The importance of a systems approach to trauma care becomes clear when one considers the timing of death occurring secondary to traumatic injuries. The pattern of mortality takes on roughly a trimodal distribution where three peak occurrences are seen. The first peak occurs in the prehospital setting largely due to devastating head and major vascular injuries. Efforts to reduce deaths in this setting are largely societal, complex, and multidisciplinary and include such multifaceted activities as drunk driving laws; safe road construction; seat belt, helmet, and airbag laws; and violence-prevention activities such as counseling, education and outreach efforts, handgun control, and dissemination of conflict resolution skills. 45 A second peak incidence of deaths due to traumatic injuries occurs in the early minutes and hours after a patient's arrival at the hospital. Deaths in this peak are largely due to major head, chest, and abdominal injuries. Attempts to decrease deaths in this setting are largely aimed at rapid transport of patients to the most appropriate facility and prompt resuscitation and identification of injuries requiring surgical intervention. This is the most important function of a trauma system. The third peak in the trimodal distribution of deaths occurs in the intensive care unit where the sequelae of organ hypoperfusion experienced in the early postinjury period are seen. Specifically, patients who have survived the initial injury, transport, and operative resuscitation die in this setting as a result of the systemic inflammatory response syndrome and multisystem organ failure.
In recognition of the need to establish a system where injured patients are rapidly triaged to the most appropriate setting, Congress passed the Trauma Care Systems Planning and Development Act of 1990.2 This act required each state to develop a Model Trauma Care System Plan to be used as the reference document. Since this act did not carry with it specific appropriated funds, the level of implementation has varied from state to state. Ultimately, each state must determine the appropriate facility for various types of injuries, and some states have come to rely on a verification process offered by the American College of Surgeons in order to designate certain hospitals as trauma centers.6 An effective trauma system requires the teamwork of emergency medicine, trauma surgery, and trauma care subspecialists.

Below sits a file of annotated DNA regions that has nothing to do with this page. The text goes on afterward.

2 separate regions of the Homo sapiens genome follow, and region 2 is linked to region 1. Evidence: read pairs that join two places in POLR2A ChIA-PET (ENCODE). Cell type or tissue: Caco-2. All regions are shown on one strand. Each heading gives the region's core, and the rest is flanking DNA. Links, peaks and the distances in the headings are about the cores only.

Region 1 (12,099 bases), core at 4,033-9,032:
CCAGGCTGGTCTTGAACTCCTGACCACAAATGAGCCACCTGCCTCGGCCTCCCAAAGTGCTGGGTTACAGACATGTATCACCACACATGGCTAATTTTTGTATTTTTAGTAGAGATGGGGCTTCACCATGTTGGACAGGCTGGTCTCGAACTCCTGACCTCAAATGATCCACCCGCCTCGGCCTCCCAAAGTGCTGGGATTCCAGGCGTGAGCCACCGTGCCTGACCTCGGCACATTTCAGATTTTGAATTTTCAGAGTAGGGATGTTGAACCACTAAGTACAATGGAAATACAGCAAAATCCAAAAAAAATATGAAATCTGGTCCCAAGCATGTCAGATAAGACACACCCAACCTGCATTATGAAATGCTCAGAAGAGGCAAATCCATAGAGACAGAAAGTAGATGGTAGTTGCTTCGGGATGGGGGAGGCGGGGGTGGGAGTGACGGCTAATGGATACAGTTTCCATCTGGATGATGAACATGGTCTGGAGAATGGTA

While each state ultimately has responsibility for designating trauma centers, some have come to rely on the guidelines of the American College of Surgeons. 7 Examples of requirements of various levels of trauma centers are listed in T§b.le 243:1. In addition to the listed essentials, a trauma center must have all the required features of lower-level trauma centers.
TABLE 243-1 Essential Characteristics of Levels I, II, and III Trauma Centers
In short, trauma centers are verified on the basis of commitment of personnel and resources needed to maintain a state of readiness to receive critically injured patients. A well-functioning trauma system ensures that not only are there appropriately designated trauma centers but also specific triage criteria to designate which patients should be transported to these centers (Table. .243-2).
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